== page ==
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Monday, September 24, 2018

The Lies We Told by Camilla Way and If You Ask Me by Eleanor Roosevelt

In 1986, Beth and Doug are so grateful to finally have a child after years of trying, but by the time little Hannah is a toddler, Beth knows that something is not right.    

In 2017, Clara wakes up to the realization that her partner Luke failed to come home.  Unable to get in touch with him because he had forgotten his cell phone, Clara knows he would never willingly abandon the job interview scheduled for that day.  

Although police are initially reluctant to get involved since Luke is a grown man and has not been missing long,  they realize this disappearance may be serious when messages from a stalker are revealed.  Luke had laughed them off,  now, however,  the messaged threats take on an even more menacing aspect.

As it becomes increasingly obvious that Luke is in danger, Clara tries to find out why Luke has been taken.  Some of what she turns up is not to Luke's credit, but Clara is persistent in her attempts to find out who may have been behind Luke's disappearance.

Moving back and forth in time from 1986 to the present, the story unfolds in both expected and unexpected ways.  The prologue gives a convenient prediction, but making things fit together is difficult because the author withholds enough information to keep the reader from fully understanding the overall situation.  The picture is there, but not all of the pieces are available.  

There is resolution, but the conclusion is ambiguous...almost as if leaving an opening for a sequel?  Although "bad seed" characters are interesting, I don't know that I'd follow up on this one.

Read in July; blog post scheduled for Sept. 24.

NetGalley/Berkley Publishing

Psychological/Mystery.  Oct. 9, 2018.  Print length:  385 pages.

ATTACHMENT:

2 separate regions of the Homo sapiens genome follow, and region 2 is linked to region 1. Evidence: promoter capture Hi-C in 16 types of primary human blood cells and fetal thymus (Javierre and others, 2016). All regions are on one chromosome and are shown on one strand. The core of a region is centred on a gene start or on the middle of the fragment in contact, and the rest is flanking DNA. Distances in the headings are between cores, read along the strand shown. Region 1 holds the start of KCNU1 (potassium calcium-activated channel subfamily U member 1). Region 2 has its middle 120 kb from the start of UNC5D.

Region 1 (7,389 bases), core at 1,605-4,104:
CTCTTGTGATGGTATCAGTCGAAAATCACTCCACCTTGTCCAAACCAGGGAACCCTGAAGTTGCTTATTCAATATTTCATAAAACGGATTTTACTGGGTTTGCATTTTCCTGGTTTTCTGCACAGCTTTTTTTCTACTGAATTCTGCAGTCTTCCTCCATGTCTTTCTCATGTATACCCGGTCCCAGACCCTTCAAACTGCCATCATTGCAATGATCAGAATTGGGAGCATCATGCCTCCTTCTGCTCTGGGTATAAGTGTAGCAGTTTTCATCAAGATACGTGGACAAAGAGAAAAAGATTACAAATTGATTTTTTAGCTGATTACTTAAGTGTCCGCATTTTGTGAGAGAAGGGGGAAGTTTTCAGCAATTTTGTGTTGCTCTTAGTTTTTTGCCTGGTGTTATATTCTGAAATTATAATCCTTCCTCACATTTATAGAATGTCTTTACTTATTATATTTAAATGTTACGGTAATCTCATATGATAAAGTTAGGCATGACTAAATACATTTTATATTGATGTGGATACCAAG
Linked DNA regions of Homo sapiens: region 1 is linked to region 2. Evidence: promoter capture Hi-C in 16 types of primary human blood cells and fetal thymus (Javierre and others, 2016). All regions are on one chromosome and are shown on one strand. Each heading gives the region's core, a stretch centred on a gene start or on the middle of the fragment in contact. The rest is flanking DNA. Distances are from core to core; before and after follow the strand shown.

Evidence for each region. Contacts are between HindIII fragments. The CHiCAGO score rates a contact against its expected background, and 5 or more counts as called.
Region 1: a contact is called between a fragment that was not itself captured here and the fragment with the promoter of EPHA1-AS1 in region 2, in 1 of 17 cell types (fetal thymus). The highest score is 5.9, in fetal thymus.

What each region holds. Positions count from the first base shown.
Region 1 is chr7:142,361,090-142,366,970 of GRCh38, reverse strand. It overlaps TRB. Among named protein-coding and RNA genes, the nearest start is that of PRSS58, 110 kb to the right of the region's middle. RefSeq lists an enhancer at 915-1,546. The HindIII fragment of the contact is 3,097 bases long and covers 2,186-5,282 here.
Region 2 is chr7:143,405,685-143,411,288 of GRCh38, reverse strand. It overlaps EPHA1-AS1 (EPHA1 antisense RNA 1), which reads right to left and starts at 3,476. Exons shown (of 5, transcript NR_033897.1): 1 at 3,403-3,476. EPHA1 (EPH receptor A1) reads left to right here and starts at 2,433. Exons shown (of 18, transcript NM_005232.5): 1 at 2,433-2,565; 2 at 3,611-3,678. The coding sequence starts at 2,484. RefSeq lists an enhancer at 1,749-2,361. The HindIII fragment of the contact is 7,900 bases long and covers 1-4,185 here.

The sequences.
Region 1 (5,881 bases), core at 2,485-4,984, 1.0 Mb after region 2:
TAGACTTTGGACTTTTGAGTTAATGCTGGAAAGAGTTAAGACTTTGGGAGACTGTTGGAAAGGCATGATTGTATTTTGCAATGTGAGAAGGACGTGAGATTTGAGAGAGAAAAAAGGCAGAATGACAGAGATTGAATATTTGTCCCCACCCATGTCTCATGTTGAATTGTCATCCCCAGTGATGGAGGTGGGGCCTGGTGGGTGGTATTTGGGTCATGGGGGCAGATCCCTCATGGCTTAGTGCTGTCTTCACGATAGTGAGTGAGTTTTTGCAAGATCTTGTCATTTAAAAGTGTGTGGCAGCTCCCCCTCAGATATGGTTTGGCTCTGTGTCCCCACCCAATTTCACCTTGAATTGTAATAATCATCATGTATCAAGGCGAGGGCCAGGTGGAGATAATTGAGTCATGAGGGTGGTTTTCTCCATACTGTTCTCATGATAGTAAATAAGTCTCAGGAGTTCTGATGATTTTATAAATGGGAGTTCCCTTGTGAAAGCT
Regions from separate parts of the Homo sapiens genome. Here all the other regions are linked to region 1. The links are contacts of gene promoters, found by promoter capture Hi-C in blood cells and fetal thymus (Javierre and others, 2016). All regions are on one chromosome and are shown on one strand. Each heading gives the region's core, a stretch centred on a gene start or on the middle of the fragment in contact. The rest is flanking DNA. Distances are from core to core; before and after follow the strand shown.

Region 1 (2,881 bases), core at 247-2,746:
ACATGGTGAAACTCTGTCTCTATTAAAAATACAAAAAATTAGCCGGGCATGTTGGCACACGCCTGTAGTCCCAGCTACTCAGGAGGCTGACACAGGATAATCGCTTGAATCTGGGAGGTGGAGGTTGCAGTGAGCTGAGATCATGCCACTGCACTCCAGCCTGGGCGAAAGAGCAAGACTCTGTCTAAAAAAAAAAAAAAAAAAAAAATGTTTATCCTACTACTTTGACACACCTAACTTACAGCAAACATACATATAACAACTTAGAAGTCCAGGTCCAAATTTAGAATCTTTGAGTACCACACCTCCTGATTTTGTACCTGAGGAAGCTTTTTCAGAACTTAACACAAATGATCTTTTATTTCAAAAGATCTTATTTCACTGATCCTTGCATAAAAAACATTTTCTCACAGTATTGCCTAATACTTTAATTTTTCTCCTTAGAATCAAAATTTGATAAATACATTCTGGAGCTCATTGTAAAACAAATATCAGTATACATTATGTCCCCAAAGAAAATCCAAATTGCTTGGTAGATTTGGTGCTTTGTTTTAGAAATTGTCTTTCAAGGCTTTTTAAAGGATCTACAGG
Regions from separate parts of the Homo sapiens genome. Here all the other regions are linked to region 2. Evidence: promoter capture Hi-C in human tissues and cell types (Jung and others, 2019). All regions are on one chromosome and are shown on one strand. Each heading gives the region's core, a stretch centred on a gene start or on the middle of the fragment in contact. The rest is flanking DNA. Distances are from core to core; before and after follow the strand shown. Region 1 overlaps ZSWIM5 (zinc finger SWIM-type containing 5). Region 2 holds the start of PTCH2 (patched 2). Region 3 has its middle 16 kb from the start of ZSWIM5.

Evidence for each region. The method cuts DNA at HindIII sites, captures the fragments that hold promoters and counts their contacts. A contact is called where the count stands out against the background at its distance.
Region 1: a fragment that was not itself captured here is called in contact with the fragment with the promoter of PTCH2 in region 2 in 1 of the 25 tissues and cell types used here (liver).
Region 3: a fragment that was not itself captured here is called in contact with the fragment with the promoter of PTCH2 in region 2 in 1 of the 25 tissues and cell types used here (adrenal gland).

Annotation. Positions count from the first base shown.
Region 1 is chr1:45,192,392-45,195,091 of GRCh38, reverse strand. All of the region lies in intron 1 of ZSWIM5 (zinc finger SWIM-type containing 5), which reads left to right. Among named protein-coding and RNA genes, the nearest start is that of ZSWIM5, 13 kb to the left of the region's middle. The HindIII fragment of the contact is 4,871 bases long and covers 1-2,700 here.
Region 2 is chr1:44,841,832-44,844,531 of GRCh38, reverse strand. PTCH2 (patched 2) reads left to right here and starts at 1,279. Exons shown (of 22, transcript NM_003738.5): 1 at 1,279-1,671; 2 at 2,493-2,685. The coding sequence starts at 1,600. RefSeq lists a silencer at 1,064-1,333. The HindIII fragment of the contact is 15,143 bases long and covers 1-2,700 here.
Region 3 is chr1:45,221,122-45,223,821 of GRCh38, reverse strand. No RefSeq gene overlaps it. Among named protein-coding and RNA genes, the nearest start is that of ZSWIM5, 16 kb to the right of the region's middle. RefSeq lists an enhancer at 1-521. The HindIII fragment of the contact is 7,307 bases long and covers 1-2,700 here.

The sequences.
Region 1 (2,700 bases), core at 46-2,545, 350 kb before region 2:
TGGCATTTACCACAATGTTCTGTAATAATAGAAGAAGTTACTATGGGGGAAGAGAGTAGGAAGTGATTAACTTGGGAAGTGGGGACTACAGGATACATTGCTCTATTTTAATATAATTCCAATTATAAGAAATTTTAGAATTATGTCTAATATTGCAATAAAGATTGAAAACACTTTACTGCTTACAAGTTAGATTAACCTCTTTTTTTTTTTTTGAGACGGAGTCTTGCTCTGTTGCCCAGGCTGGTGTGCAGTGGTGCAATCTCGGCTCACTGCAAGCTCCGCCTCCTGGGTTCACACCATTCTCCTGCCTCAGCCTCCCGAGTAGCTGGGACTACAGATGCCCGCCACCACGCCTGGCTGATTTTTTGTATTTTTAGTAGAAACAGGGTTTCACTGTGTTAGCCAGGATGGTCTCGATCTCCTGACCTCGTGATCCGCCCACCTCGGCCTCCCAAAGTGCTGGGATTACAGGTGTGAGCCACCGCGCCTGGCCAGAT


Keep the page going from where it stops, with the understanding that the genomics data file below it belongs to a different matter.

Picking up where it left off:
If You Ask Me is a collection of advice articles Eleanor Roosevelt wrote over a period of twenty years.  Interesting for a number of reasons:  human problems and questions are remarkably similar regardless of the era;  Mrs. Roosevelt took each question seriously and responded with insight and kindness no matter the topic; common sense and civility are in each response.  

"Covering a wide variety of topics—everything from war, peace, and politics to love, marriage, religion, and popular culture—these columns reveal Eleanor Roosevelt’s warmth, humanity, and timeless relevance."

NetGalley/Atria Books

History/Advice.  Oct. 9, 2018.  Print length:  272 pages.

Just read this article:  In the Time You Spend on Social Media Each Year, You Could Read 200 Books.

Friday, September 21, 2018

One Thing Leads to Another...Espionage Books

Ben MacIntyre has a new book:  The Spy and the Traitor:  The Greatest Espionage Story of the Cold War, and I want it.

The celebrated author of Double Cross and Rogue Heroes returns with his greatest spy story yet, a thrilling Americans-era tale of Oleg Gordievsky, the Russian whose secret work helped hasten the end of the Cold War.

Another MacIntyre book from the Cold War period is A Spy Among Friends: Kim Philby and the Great Betrayal.   This one has on my mind since recently reading Kate Atkinson's Transcription. I want to read both The Spy and the Traitor and A Spy Among Friends because MacIntyre writes nonfiction so well.  

 I've enjoyed a couple of Ben MacIntyre's nonfiction books about WWII.  My favorite was Operation Mincemeat:  How a Dead Man and a Bizarre Plan Fooled the Nazis and Assured an Allied Victory.  What a great film this one would make!

From my review:  Maybe the reason the entire plan reads something like a novel is that so many of the individuals involved in one way or another were already novelists or became novelists.  While truth is often stranger than fiction, it helps if those who conceive and construct such a complicated plan have the imagination of fiction writers.  I lost count of how many writers were involved from start to finish.  The most famous, although his role was small, was Ian Fleming.  No wonder the Bond stories were so popular, Fleming had all the experience one might need with espionage, double-thinking, and dreaming up ways to confuse or mislead the enemy.

Reading about Ian Fleming's role in Operation Mincemeat eventually led me to read The Man with the Golden Typewriter.  What a pleasure to read the correspondence between Fleming and people like Evelyn Waugh, Noel Coward, Somerset Maugham, and Raymond Chandler.  

The letters were all interesting in so many ways.  Reading each one was a pleasure, and my opinion of Ian Fleming rose as I read the book.  He was not just the author of sensational novels, but a former Naval Intelligence officer, a friend of some of the most talented authors of the day, and a charming and witty correspondent.  


Wednesday, September 19, 2018

Catching Up

I've been working on more mail art envelopes and postcards, answering letters, anticipating cooler weather (today's high is supposed to be 98), thinking about Halloween (after finishing Scaredy Cat and Pumpkin Head dolls, I need a new Halloween Eccentric to work on), contemplating a fall garden, and reading.